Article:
Fourth, Jaffe talks about anticipating problems before they occur. The importance of "contingency planning" cannot be under-estimated, as shown by Toyota, a great company that has now gotten caught - multiple times - in compromising situations with its vehicles and their mechanical/computer problems. These dilemmas are worsened by the company's lack of responsiveness and adaptability.
On the radio front, how vulnerable are stations because of smaller staffs and harried managers? How many contests are being executed without the proper rules? How many poorly conceived events aren't properly secured or managed? How many important things are simply slipping through the cracks because of a lack of time and manpower - all with the ability to bite a station where it hurts?
On the technical side, how many stations now lack the "redundancy" necessary when there's an engineering problem or even an "act of God" that disables the tower, the transmitter, and other key components of the broadcast chain? The website and the stream (that so many broadcasters fought) could be the salvation the next time something goes technically awry. In radio, there can never be too much "contingency planning" because as we all know, anything that can go wrong will go wrong.
Fifith, there's the reaction from the top. In Toyota's case, they have been painfully slow to provide explanations and even truth from the corner office. Akio Toyoda, president and grandson of the company's founder, took forever to face the media. This has led to more speculation, doubt, and questions about Toyota's intentions. When disaster strikes, stonewalling never works. Tiger Woods learned this, and now, so has Toyoda. It may cost his company billions.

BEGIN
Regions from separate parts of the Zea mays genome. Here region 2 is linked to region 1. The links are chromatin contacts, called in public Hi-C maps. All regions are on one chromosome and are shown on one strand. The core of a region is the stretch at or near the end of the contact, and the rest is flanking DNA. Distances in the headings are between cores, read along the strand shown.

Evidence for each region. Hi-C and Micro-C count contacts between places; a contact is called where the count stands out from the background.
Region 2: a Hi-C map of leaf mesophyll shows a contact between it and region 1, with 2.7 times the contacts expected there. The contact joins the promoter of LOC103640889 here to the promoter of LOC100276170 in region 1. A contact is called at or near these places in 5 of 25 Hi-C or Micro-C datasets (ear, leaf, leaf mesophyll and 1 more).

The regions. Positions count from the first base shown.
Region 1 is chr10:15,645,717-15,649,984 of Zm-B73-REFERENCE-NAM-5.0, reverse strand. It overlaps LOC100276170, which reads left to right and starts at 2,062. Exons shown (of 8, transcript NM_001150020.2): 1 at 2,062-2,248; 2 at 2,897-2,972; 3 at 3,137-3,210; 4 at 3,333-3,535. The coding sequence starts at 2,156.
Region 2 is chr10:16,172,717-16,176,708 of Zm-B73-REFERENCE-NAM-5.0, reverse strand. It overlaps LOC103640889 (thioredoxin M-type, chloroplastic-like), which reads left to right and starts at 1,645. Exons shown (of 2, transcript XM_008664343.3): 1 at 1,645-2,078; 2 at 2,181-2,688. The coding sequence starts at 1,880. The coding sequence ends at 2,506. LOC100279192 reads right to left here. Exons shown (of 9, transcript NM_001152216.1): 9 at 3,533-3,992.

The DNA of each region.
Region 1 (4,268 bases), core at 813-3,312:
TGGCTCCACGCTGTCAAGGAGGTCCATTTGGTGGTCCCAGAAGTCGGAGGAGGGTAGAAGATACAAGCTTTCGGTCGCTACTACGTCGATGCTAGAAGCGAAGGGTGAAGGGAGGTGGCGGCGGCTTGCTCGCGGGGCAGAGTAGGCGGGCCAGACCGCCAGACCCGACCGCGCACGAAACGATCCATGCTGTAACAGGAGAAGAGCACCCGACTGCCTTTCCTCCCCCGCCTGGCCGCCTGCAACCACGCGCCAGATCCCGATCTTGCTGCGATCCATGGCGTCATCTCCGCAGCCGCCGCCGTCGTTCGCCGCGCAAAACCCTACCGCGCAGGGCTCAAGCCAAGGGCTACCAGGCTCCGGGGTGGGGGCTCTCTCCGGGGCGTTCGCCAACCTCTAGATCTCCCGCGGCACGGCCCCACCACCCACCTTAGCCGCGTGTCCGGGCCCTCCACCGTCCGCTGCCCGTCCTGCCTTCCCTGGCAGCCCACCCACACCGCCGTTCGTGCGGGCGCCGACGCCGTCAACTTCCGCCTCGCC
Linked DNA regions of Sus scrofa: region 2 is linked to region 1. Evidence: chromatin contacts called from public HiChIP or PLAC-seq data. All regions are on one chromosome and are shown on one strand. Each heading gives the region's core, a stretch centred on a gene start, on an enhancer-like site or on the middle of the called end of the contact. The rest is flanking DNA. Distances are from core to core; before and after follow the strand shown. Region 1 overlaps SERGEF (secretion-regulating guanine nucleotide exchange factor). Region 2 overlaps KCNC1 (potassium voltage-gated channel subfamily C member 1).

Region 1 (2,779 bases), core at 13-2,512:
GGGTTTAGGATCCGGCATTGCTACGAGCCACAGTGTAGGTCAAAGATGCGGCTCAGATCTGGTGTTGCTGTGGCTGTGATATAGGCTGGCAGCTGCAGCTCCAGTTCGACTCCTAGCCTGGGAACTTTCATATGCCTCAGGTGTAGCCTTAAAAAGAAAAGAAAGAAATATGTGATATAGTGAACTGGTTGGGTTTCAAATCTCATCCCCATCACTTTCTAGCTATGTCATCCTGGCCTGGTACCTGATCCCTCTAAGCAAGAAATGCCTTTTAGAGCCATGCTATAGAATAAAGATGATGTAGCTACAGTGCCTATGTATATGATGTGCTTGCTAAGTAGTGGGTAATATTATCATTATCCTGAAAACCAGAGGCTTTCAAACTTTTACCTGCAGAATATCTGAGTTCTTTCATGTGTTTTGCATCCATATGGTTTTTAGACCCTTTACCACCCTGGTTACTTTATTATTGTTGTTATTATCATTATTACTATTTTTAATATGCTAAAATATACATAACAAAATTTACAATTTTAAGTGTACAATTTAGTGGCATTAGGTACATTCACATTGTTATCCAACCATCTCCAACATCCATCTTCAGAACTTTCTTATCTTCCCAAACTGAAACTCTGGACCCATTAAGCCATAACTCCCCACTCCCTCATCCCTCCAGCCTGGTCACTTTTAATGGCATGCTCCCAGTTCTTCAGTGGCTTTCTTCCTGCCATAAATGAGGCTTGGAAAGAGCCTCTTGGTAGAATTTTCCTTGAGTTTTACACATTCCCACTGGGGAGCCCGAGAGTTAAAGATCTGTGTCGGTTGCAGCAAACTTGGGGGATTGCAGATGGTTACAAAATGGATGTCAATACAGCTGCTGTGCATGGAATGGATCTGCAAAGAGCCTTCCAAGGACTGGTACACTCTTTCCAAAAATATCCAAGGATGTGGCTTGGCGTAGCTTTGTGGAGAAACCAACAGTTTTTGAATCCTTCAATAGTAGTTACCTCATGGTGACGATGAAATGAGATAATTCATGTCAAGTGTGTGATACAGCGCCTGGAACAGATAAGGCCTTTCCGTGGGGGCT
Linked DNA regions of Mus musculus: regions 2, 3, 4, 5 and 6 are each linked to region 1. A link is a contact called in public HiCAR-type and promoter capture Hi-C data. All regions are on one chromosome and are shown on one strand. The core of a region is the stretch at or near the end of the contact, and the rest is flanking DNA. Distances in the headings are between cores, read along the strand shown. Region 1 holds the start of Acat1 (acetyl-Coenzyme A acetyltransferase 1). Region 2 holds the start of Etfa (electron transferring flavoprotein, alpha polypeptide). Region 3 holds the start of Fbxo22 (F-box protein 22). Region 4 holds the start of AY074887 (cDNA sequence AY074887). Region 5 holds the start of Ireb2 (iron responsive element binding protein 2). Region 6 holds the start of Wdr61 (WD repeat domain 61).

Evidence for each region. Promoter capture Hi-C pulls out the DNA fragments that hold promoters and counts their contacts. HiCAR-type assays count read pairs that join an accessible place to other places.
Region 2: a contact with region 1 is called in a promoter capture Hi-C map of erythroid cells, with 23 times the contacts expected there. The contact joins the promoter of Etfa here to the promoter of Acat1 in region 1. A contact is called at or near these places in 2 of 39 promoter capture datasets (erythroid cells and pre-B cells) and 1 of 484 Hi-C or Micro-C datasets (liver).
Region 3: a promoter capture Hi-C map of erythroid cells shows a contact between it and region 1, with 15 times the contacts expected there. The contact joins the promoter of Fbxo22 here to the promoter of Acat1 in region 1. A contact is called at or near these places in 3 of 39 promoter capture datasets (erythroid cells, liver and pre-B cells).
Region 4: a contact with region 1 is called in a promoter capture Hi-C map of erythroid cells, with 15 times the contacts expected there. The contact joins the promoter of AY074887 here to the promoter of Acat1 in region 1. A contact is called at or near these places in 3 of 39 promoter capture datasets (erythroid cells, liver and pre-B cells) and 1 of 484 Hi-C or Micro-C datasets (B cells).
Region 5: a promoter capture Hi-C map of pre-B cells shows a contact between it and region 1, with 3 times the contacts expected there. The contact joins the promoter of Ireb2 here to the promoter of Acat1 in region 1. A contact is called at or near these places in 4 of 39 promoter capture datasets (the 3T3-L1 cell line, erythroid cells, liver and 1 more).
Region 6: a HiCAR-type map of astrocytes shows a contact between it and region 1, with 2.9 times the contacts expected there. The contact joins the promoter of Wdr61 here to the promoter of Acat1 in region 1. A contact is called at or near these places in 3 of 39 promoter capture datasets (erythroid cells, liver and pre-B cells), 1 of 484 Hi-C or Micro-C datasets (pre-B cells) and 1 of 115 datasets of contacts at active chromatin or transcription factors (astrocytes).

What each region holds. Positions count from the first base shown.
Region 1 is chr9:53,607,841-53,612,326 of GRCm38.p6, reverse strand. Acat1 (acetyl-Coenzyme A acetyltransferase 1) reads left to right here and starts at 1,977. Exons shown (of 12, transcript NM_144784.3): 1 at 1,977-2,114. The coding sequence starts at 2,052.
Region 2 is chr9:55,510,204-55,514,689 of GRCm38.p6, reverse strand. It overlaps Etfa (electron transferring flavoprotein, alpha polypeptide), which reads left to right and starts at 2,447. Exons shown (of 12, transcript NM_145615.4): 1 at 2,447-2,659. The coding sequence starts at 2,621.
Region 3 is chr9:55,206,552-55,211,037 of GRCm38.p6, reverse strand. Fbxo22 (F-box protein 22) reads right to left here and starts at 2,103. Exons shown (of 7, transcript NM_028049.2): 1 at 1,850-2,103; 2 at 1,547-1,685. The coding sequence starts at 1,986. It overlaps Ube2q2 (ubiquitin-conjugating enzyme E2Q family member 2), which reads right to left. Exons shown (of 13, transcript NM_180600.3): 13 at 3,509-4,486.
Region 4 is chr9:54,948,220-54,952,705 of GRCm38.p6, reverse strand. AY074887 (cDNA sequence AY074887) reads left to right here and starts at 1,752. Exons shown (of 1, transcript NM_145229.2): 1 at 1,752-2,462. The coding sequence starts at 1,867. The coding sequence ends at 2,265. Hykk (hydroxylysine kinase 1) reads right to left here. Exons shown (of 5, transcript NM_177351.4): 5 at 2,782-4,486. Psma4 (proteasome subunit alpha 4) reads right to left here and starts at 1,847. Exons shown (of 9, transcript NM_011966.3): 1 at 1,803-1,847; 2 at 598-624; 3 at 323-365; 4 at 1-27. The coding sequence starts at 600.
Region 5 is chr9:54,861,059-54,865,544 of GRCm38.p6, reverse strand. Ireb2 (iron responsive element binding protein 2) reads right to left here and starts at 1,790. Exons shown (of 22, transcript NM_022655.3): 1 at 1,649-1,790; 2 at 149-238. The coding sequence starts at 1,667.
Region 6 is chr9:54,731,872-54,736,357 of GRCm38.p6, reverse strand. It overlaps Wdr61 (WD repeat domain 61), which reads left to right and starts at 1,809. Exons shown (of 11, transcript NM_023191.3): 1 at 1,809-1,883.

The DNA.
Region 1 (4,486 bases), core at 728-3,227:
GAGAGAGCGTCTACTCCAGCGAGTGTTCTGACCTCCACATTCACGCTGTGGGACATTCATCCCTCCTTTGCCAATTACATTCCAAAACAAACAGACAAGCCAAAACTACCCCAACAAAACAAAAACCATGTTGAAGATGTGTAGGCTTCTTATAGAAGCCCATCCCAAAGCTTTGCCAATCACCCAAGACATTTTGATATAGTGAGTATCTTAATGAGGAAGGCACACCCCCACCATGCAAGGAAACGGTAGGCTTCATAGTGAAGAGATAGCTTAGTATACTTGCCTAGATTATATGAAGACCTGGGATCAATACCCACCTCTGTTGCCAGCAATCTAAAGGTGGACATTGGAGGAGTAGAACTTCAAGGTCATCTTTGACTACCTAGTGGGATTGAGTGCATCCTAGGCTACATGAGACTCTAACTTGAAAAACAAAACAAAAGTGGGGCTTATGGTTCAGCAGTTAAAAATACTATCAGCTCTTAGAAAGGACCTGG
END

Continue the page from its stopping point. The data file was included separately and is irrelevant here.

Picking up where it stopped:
Whether in a serious auto recall or a major mess for a radio station, this is where leadership rises to the top. In our fast-paced media and Internet world, it is more important than ever for CEOs to step up, get out in front of the problem, and meet the crisis squarely. You can question big salaries and bonuses all you like, but these are the times when corporate moguls earn theirs.
Finally, when the problem hits the station - or car company - across the street, squelch the urge to pile on. There is a "karma train" and it's just a matter of time before trouble arrives at every door. Note that in the middle of Toyota's mess, Ford had to issue a recall of its own. And now Honda is experiencing problems.
GM, Chrysler, Ford, Honda, BMW and the rest would be wise to resist the temptation to try to make hay from Toyota's multi-recalls. Toyota's backfires may make them feel good because for so long, the company enjoyed much media love and adoration.
There's no need to hit Toyota when they're down, because consumers have already gotten the message. Toyota will either do a better job in the coming weeks of addressing its problems and its PR - or they won't. In the meantime, a car company with a good product and brand that provides quality and economy, along with being well-marketed and connected with consumers, will do just fine while Toyota suffers.
Toyota has finally started running heart-warming, nostalgic TV spots that address their problems, and underscore the hard work that is being done to turn their problems around. They are well-produced and they take responsibility for the company's mess. If it were only that easy. And the current wrangling with ABC-TV affiliates in the southeast over what Toyota feels are "excessive stories" muddies the ad waters even more.